Overnight, Apple Inc. (NASDAQ:AAPL) announced with much fanfare, as it always does, new iPhone, Watch, and Apple TV models.
This year marks the tenth anniversary of the iPhone so the Silicon Valley giant was under pressure to deliver some dial-moving innovations. And it did, with new edge-to-edge display, new camera technology, arrival of Augmented Reality, a wearable device in the Watch that can work while untethered from the phone, and a new Face ID system that securely unlocks your phone based on analysis of your face.
The world’s most valuable company will probably set new records for iPhone sales in the year ahead. It will likely send revenues and profits soaring. But that’s really digressing from the investing story I want to tell you today.
In late 1997, Apple was a beleaguered company. Steve Jobs came back to the company he had co-founded with the task of getting it back on its feet. On the verge of bankruptcy, Jobs did a deal with Bill Gates of Microsoft, that put to rest a long running patent and technology dispute between the two companies.
Microsoft Corporation (NASDAQ:MSFT) invested US$150 million in preferred non-voting Apple stock, which would convert to common shares three years later. Among other things, Microsoft agreed to develop Office software for the Mac and Apple agreed to make Internet Explorer the default browser on the Mac. It was a deal that really helped Apple stay afloat and engineer one of the greatest turnarounds in history.
Apple came up with the iPod, disrupted the iPod to make way for the iPhone, developed tablets, and strengthened its iOS ecosystem. Along the way, it became a massive profit machine, with an enviable cash pile that now exceeds US$250 billion.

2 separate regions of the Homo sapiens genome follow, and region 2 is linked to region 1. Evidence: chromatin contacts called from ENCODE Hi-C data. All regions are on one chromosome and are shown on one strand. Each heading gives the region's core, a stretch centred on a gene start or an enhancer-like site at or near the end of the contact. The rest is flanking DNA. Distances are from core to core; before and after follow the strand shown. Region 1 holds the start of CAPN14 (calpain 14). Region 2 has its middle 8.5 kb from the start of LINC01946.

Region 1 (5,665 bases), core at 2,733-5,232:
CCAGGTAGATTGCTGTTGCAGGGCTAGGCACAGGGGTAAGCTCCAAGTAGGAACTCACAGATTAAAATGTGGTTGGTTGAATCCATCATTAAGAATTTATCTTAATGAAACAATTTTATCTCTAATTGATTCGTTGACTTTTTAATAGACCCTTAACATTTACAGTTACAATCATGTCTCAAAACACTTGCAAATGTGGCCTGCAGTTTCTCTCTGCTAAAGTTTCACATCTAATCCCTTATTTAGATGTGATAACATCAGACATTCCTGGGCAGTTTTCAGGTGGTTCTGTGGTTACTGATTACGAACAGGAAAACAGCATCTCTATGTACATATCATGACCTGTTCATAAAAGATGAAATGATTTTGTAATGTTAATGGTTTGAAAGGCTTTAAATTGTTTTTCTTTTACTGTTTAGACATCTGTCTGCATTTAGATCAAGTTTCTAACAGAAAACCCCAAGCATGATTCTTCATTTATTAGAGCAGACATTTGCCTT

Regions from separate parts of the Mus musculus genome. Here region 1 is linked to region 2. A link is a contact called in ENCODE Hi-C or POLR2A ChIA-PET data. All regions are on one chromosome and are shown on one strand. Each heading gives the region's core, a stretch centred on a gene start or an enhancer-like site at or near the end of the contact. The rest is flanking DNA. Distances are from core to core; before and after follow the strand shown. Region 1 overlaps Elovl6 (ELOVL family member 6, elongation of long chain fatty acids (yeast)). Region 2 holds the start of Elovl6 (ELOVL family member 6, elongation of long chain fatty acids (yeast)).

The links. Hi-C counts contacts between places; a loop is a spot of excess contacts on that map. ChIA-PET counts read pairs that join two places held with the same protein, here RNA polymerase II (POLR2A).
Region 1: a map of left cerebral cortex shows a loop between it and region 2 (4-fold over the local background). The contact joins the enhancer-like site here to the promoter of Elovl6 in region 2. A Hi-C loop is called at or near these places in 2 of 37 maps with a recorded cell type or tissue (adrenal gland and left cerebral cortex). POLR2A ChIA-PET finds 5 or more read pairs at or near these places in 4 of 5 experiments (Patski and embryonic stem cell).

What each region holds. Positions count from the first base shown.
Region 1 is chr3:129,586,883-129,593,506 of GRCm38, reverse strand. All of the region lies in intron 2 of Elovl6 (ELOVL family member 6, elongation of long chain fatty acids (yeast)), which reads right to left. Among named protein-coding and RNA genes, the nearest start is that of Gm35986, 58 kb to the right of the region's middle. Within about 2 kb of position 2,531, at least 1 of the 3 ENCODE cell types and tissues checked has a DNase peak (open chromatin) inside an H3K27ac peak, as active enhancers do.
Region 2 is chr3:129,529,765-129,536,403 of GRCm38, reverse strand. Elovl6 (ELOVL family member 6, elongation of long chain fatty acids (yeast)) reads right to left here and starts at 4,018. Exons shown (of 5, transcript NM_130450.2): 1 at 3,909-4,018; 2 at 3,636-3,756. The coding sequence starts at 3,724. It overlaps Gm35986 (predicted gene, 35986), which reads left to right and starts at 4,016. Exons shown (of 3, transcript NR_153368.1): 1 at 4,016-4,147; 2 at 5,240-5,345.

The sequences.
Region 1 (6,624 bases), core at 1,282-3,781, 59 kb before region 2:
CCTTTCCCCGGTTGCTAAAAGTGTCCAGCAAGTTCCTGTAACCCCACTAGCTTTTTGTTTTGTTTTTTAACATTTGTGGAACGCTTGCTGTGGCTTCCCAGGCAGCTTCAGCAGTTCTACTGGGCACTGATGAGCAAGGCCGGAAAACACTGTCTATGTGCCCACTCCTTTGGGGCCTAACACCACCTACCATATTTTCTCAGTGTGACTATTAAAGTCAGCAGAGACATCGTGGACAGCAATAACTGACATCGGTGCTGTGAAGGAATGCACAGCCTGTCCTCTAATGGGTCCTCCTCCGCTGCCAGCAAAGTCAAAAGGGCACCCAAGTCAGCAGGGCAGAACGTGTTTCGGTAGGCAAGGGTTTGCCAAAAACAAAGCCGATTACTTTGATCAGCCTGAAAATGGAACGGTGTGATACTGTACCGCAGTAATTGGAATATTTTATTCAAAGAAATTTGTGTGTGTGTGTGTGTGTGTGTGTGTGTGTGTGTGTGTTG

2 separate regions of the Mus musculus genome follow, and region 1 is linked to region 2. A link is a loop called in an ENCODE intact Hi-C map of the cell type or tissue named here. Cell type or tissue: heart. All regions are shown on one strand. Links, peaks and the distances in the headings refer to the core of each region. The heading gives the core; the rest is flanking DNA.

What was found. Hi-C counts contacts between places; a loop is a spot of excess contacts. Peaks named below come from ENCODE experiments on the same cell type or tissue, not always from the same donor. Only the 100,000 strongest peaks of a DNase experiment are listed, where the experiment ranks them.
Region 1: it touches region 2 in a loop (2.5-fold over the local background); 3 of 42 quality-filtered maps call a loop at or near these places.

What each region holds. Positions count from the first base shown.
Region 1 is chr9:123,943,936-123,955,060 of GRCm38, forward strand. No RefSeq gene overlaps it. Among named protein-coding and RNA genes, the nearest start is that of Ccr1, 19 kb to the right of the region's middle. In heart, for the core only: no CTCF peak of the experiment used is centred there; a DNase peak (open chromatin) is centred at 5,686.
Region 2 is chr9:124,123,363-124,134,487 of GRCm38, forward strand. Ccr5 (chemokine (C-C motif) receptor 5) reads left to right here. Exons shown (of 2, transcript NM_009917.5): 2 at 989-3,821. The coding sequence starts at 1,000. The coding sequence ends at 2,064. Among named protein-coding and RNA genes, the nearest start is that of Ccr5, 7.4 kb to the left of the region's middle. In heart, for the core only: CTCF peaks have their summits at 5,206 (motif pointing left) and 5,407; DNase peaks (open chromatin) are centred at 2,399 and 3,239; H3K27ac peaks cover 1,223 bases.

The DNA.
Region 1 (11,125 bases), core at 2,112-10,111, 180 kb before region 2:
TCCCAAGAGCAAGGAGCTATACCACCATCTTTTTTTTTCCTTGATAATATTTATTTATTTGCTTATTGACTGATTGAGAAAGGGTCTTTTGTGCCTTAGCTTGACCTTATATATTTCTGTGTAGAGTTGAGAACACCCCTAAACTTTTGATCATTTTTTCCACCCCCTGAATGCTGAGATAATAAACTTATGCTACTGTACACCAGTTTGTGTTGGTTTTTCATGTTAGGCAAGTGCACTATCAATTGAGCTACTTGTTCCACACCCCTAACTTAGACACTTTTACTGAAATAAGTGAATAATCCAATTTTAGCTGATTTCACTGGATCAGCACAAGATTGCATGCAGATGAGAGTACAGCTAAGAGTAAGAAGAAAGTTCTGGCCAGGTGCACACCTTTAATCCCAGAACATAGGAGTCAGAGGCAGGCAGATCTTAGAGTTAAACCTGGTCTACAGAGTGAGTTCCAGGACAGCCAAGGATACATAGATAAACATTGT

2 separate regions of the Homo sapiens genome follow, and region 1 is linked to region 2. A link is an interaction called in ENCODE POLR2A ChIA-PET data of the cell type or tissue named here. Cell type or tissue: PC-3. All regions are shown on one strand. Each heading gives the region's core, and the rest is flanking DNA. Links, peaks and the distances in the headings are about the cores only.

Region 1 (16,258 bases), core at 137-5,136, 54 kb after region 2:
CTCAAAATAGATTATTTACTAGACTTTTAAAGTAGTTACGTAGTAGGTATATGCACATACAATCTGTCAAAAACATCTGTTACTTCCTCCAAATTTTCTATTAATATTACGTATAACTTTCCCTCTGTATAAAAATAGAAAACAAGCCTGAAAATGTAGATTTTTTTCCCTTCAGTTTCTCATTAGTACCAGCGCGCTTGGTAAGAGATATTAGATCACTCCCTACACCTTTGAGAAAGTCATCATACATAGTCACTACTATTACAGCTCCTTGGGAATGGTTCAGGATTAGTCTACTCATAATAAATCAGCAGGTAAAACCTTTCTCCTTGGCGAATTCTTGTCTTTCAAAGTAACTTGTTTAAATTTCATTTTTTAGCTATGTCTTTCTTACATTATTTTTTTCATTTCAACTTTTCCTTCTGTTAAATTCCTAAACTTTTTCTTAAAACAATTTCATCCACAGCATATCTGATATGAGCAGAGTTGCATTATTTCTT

So, what happened to Microsoft’s stake in Apple? Well, Microsoft converted the preferred stock to shares in 2000 and cashed out completely in 2003 — and made a handy profit on the deal. However, had Microsoft held onto its stake, by my estimate, it would own about 36 million shares in Apple. That stake would be worth a cool US$57 billion, or roughly a 380-bagger. That’s a small (or rather, huge) fortune.
Foolish Bottom Line
I think we all should thank Microsoft for enabling one of the greatest innovations of modern times, the iPhone. The iPhone paved the way for not just how we communicate but also became the building block for the next generation of disruptors like Uber and AirBnB. Microsoft had done well over the years, but may be listening to Warren Buffett’s mantra of buying and holding businesses for the long haul would have made Microsoft investors happier.
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Disclosure: Anirban Mahanti owns shares of Apple and is short Jan 2019 $115 puts on Apple.
- Great by Choice: Why do some companies thrive while others don’t? – January 18, 2019 6:13pm
- Forget the iPhone, This Cost Microsoft $57 billion – September 13, 2017 12:04pm
- Just Five Questions – May 29, 2017 1:42pm